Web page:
What are Supporting Activities?

Supporting Activities

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Supporting Activities

In the context of business and management, “supporting activities” often refer to the components of Michael Porter’s Value Chain analysis, which is a framework for understanding the activities within an organization that create value for its customers. The Value Chain splits the activities of a company into “primary activities” and “supporting activities.”

Primary activities relate directly to the creation, sale, maintenance, and support of a product or service. They include:

  • Inbound Logistics
  • Operations (production)
  • Outbound Logistics
  • Marketing & Sales
  • Service

Supporting activities, on the other hand, provide the necessary infrastructure for the primary activities to occur. These activities support the entire chain and could potentially add differentiation and value at each primary activity. Supporting activities include:

  • Firm Infrastructure: This refers to the organizational structure, control mechanisms, company culture, etc. It includes elements like management, planning, finance, and quality control.
  • Human Resource Management: All activities related to recruiting, hiring, training, development, compensation, and retention of employees fall under this category. Effective HR management can lead to higher efficiency and better productivity.
  • Technology Development: This is related to the technology used in creating the product, but also supporting materials, technologies used in research and development, and equipment. Technology can be a source of competitive advantage if a company can innovate or utilize technology more effectively than its competitors.
  • Procurement: This involves the function of sourcing and purchasing raw materials, resources, equipment, and supplies for the business operations. Efficient procurement can lead to cost savings and ensure the timely availability of essential resources.

Each of these supporting activities can be a source of competitive advantage if managed well. For instance, a company with a strong organizational culture (Firm Infrastructure) might be more agile and responsive to market changes. A company that excels in human resource management might attract and retain top talent, leading to superior products or services.

Example of Supporting Activities

Let’s use the fictional company “BrightTech Electronics” to illustrate how supporting activities function in the context of its operations and strategy.

BrightTech Electronics: A company that designs and sells smart home devices, such as smart thermostats, light bulbs, and security cameras.

Supporting Activities at BrightTech Electronics:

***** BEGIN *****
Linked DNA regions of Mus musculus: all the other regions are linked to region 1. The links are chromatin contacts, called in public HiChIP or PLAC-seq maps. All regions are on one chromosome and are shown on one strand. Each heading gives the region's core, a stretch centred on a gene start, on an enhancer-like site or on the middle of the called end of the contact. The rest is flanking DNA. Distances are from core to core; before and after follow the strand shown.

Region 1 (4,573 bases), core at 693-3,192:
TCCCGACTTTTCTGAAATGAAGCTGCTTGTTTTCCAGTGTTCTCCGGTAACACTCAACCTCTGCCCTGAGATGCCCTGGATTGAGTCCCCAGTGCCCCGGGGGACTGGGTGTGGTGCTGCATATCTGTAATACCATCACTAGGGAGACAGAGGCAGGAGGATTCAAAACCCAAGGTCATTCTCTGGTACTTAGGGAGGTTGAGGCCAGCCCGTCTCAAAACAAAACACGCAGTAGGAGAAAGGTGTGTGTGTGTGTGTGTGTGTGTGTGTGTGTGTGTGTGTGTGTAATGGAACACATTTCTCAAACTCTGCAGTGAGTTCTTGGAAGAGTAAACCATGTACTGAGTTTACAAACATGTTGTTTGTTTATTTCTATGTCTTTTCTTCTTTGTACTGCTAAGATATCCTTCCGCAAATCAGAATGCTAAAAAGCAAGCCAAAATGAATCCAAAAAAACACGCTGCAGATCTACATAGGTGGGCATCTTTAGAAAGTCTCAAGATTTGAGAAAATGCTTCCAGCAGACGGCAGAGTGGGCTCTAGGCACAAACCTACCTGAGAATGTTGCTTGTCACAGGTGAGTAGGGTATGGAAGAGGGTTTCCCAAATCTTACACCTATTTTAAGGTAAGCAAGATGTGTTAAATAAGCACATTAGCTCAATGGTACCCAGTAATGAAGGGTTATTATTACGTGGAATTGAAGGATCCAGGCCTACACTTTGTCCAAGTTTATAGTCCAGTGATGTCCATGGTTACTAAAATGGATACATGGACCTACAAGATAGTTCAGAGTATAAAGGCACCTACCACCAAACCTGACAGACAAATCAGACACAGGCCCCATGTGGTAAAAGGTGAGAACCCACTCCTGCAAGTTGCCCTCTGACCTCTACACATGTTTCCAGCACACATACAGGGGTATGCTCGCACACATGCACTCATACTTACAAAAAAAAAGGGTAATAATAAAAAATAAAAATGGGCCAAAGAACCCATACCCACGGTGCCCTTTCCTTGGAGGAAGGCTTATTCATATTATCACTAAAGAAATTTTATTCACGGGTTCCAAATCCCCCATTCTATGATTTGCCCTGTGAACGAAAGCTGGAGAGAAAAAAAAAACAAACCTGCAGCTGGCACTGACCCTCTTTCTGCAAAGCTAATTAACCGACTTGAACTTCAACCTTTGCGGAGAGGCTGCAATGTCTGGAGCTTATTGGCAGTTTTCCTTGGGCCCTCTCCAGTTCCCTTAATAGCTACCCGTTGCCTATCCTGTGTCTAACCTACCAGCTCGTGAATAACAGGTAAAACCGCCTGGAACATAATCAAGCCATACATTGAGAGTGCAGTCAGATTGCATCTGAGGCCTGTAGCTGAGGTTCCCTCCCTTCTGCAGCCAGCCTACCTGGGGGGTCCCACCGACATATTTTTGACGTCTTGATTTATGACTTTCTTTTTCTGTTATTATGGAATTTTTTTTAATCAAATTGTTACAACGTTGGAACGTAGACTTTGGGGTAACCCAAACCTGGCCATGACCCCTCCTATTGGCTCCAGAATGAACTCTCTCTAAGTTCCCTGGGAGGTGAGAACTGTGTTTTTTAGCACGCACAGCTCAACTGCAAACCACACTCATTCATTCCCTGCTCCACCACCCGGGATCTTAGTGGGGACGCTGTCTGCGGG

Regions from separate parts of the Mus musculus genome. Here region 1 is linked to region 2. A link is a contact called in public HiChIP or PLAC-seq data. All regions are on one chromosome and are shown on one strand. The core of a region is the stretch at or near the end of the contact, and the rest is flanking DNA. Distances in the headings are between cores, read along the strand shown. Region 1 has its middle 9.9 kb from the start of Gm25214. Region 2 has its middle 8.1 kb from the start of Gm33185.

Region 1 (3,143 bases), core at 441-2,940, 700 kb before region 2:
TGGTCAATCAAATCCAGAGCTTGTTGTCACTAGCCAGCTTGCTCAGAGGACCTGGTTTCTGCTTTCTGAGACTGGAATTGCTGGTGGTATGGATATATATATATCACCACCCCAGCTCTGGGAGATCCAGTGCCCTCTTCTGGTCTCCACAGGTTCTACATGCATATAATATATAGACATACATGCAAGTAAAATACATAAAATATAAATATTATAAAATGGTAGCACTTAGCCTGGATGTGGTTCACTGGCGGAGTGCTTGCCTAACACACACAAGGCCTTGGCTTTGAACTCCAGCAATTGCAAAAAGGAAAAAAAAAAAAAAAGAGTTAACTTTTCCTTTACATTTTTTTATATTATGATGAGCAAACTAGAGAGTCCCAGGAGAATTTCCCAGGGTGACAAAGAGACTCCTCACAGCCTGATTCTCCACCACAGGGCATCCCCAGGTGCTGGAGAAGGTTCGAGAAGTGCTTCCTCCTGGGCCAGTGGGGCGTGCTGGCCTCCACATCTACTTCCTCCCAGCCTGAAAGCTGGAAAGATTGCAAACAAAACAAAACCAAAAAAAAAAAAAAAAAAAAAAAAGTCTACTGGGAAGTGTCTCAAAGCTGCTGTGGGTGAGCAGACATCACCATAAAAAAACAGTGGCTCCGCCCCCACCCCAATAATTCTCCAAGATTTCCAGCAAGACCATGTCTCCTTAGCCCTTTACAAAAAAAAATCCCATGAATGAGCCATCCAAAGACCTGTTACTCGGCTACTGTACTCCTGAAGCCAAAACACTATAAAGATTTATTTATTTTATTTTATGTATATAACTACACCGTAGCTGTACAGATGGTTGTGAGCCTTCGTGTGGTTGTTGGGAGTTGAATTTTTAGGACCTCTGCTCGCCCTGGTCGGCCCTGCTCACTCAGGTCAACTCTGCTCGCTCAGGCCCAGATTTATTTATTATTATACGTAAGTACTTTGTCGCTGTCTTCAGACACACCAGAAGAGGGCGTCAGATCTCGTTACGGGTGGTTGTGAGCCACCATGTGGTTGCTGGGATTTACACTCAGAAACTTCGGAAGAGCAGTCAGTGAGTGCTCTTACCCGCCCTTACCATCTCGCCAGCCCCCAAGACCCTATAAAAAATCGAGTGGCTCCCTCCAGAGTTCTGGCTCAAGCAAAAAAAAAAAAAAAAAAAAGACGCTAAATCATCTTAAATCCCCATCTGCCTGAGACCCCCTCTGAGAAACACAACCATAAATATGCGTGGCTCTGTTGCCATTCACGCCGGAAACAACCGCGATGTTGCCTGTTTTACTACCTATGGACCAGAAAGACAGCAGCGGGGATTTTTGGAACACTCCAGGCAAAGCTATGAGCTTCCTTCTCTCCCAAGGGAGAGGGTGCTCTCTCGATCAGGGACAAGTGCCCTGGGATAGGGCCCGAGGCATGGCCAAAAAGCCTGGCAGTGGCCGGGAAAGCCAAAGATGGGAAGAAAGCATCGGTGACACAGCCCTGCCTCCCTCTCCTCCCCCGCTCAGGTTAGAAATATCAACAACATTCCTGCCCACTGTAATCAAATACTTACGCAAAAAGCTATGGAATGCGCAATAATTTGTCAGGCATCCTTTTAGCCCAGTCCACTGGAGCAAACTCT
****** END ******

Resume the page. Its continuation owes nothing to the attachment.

• Firm Infrastructure:
    • Organizational Structure: BrightTech has a flat structure with open communication channels, encouraging employees at all levels to share ideas and feedback.
    • Control Mechanisms: The company uses advanced analytics to monitor sales and customer feedback, allowing it to quickly adapt to market demands.
    • Company Culture: BrightTech prioritizes innovation and sustainability. Employees are regularly encouraged to brainstorm eco-friendly product ideas, leading to the development of a solar-powered security camera.
  • Human Resource Management:
    • Recruitment: BrightTech actively recruits from top tech universities, ensuring a continuous inflow of young talent.
    • Training: New hires undergo an intensive one-month training program to familiarize them with BrightTech’s product line and company culture.
    • Employee Benefits: BrightTech offers flexible work hours, health benefits, and continuous learning opportunities, resulting in a low employee turnover rate.
  • Technology Development:
    • Research & Development: BrightTech allocates 15% of its annual profits to R&D, leading to the development of innovative features like AI-driven energy-saving algorithms in their smart thermostats.
    • Collaborations: The company collaborates with leading tech firms to integrate voice assistants and other technologies into its products.
  • Procurement:
    • Sourcing Materials: BrightTech sources eco-friendly materials for its products, aligning with its sustainability goals.
    • Supplier Relationships: The company has long-term contracts with reliable suppliers, ensuring consistent quality and timely delivery. They’ve also established a Supplier Code of Conduct to ensure ethical practices in their supply chain.

Impact on Primary Activities:

  • Inbound Logistics: Due to strong supplier relationships, BrightTech receives materials on time, ensuring smooth production processes.
  • Operations: With continuous R&D and well-trained employees, the production of smart devices is efficient and up-to-date with market demands.
  • Outbound Logistics: Leveraging the firm’s infrastructure, BrightTech uses data analytics to forecast sales and manage inventory, reducing storage costs.
  • Marketing & Sales: The company’s reputation for innovation and sustainability, rooted in its supporting activities, gives it a competitive edge in marketing.
  • Service: Well-trained employees provide excellent post-sale services, including installation and troubleshooting, enhancing customer loyalty.

In this fictional example, BrightTech Electronics’ supporting activities play a crucial role in its success, not just behind the scenes but in every facet of the business, directly influencing primary activities and overall value proposition.

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